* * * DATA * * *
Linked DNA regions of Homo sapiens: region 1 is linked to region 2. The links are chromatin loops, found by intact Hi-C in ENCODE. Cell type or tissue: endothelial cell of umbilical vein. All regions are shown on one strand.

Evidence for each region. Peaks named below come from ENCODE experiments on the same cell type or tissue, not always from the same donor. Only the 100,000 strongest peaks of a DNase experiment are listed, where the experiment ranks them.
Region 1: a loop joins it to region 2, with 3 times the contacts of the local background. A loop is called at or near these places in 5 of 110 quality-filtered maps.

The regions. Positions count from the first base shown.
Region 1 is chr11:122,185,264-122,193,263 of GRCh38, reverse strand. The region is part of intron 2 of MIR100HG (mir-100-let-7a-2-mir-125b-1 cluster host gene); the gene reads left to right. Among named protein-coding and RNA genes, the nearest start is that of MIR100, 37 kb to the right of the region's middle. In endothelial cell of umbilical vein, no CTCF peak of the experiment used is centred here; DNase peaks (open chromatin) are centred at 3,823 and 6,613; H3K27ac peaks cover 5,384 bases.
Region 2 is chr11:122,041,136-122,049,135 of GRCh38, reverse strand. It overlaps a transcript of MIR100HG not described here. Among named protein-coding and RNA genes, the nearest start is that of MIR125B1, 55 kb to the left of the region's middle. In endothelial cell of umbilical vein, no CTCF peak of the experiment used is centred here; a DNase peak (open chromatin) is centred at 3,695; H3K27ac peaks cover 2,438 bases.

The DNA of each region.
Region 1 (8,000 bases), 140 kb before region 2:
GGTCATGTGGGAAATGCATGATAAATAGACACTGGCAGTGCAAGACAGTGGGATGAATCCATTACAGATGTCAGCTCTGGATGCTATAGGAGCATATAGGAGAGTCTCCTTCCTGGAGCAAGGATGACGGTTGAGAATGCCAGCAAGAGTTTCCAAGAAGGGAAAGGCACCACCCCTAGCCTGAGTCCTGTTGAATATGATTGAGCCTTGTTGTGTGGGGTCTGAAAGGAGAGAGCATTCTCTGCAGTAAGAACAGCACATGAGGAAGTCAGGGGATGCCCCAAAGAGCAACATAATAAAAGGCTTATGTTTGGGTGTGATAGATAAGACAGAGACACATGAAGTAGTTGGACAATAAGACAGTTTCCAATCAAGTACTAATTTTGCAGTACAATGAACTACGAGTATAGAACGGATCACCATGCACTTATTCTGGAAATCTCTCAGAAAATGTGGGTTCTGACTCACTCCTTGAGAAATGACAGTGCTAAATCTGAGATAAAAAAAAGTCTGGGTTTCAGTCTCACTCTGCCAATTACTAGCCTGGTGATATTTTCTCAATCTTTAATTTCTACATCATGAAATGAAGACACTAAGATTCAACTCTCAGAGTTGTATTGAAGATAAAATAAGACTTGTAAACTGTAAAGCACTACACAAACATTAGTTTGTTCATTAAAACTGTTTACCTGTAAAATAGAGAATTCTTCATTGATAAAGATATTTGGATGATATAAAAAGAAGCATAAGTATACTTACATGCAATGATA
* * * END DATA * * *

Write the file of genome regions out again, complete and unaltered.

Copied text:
Linked DNA regions of Homo sapiens: region 1 is linked to region 2. The links are chromatin loops, found by intact Hi-C in ENCODE. Cell type or tissue: endothelial cell of umbilical vein. All regions are shown on one strand.

Evidence for each region. Peaks named below come from ENCODE experiments on the same cell type or tissue, not always from the same donor. Only the 100,000 strongest peaks of a DNase experiment are listed, where the experiment ranks them.
Region 1: a loop joins it to region 2, with 3 times the contacts of the local background. A loop is called at or near these places in 5 of 110 quality-filtered maps.

The regions. Positions count from the first base shown.
Region 1 is chr11:122,185,264-122,193,263 of GRCh38, reverse strand. The region is part of intron 2 of MIR100HG (mir-100-let-7a-2-mir-125b-1 cluster host gene); the gene reads left to right. Among named protein-coding and RNA genes, the nearest start is that of MIR100, 37 kb to the right of the region's middle. In endothelial cell of umbilical vein, no CTCF peak of the experiment used is centred here; DNase peaks (open chromatin) are centred at 3,823 and 6,613; H3K27ac peaks cover 5,384 bases.
Region 2 is chr11:122,041,136-122,049,135 of GRCh38, reverse strand. It overlaps a transcript of MIR100HG not described here. Among named protein-coding and RNA genes, the nearest start is that of MIR125B1, 55 kb to the left of the region's middle. In endothelial cell of umbilical vein, no CTCF peak of the experiment used is centred here; a DNase peak (open chromatin) is centred at 3,695; H3K27ac peaks cover 2,438 bases.

The DNA of each region.
Region 1 (8,000 bases), 140 kb before region 2:
GGTCATGTGGGAAATGCATGATAAATAGACACTGGCAGTGCAAGACAGTGGGATGAATCCATTACAGATGTCAGCTCTGGATGCTATAGGAGCATATAGGAGAGTCTCCTTCCTGGAGCAAGGATGACGGTTGAGAATGCCAGCAAGAGTTTCCAAGAAGGGAAAGGCACCACCCCTAGCCTGAGTCCTGTTGAATATGATTGAGCCTTGTTGTGTGGGGTCTGAAAGGAGAGAGCATTCTCTGCAGTAAGAACAGCACATGAGGAAGTCAGGGGATGCCCCAAAGAGCAACATAATAAAAGGCTTATGTTTGGGTGTGATAGATAAGACAGAGACACATGAAGTAGTTGGACAATAAGACAGTTTCCAATCAAGTACTAATTTTGCAGTACAATGAACTACGAGTATAGAACGGATCACCATGCACTTATTCTGGAAATCTCTCAGAAAATGTGGGTTCTGACTCACTCCTTGAGAAATGACAGTGCTAAATCTGAGATAAAAAAAAGTCTGGGTTTCAGTCTCACTCTGCCAATTACTAGCCTGGTGATATTTTCTCAATCTTTAATTTCTACATCATGAAATGAAGACACTAAGATTCAACTCTCAGAGTTGTATTGAAGATAAAATAAGACTTGTAAACTGTAAAGCACTACACAAACATTAGTTTGTTCATTAAAACTGTTTACCTGTAAAATAGAGAATTCTTCATTGATAAAGATATTTGGATGATATAAAAAGAAGCATAAGTATACTTACATGCAATGATA